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RIG-I triggers a signaling-abortive anti-SARS-CoV-2 defense in human lung cells

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Please use this identifier to cite or link to this item:http://hdl.handle.net/2115/83792

Title: RIG-I triggers a signaling-abortive anti-SARS-CoV-2 defense in human lung cells
Authors: Yamada, Taisho Browse this author →KAKEN DB
Sato, Seiichi Browse this author
Sotoyama, Yuki Browse this author
Orba, Yasuko Browse this author
Sawa, Hirofumi Browse this author
Yamauchi, Hajime Browse this author
Sasaki, Michihito Browse this author
Takaoka, Akinori Browse this author →KAKEN DB
Issue Date: Jul-2021
Publisher: Nature Research
Journal Title: Nature immunology
Volume: 22
Issue: 7
Start Page: 820
End Page: 828
Publisher DOI: 10.1038/s41590-021-00942-0
Abstract: Efficient immune responses against viral infection are determined by sufficient activation of nucleic acid sensor-mediated innate immunity(1,2). Coronavirus disease 2019, caused by severe acute respiratory syndrome coronavirus 2 (SARS-CoV-2), remains an ongoing global pandemic. It is an urgent challenge to clarify the innate recognition mechanism to control this virus. Here we show that retinoic acid-inducible gene-I (RIG-I) sufficiently restrains SARS-CoV-2 replication in human lung cells in a type I/III interferon (IFN)-independent manner. RIG-I recognizes the 3 ' untranslated region of the SARS-CoV-2 RNA genome via the helicase domains, but not the C-terminal domain. This new mode of RIG-I recognition does not stimulate its ATPase, thereby aborting the activation of the conventional mitochondrial antiviral-signaling protein-dependent pathways, which is in accordance with lack of cytokine induction. Nevertheless, the interaction of RIG-I with the viral genome directly abrogates viral RNA-dependent RNA polymerase mediation of the first step of replication. Consistently, genetic ablation of RIG-I allows lung cells to produce viral particles that expressed the viral spike protein. By contrast, the anti-SARS-CoV-2 activity was restored by all-trans retinoic acid treatment through upregulation of RIG-I protein expression in primary lung cells derived from patients with chronic obstructive pulmonary disease. Thus, our findings demonstrate the distinctive role of RIG-I as a restraining factor in the early phase of SARS-CoV-2 infection in human lung cells.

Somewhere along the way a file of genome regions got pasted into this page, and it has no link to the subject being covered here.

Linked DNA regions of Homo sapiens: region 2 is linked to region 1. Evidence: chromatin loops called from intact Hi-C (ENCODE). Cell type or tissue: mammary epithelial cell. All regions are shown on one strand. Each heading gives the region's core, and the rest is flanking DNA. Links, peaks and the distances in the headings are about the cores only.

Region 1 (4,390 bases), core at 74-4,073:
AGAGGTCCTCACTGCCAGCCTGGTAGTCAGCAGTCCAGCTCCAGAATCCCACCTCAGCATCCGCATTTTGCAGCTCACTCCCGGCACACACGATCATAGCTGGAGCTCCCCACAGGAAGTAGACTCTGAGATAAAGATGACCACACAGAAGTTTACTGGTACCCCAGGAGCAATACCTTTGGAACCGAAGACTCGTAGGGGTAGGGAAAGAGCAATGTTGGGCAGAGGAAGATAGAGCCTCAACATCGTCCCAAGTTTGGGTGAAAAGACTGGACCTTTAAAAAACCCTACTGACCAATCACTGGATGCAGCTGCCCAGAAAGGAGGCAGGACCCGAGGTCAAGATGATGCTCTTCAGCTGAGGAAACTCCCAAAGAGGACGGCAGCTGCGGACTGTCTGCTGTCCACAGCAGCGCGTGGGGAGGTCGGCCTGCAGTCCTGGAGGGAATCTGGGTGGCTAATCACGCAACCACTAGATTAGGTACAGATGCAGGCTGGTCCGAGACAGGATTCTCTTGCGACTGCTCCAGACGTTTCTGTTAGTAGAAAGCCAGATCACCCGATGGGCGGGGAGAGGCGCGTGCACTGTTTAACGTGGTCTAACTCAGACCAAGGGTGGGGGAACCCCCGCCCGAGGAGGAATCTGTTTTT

Type: article (author version)
URI: http://hdl.handle.net/2115/83792
Appears in Collections:遺伝子病制御研究所 (Institute for Genetic Medicine) > 雑誌発表論文等 (Peer-reviewed Journal Articles, etc)

Submitter: 高岡 晃教

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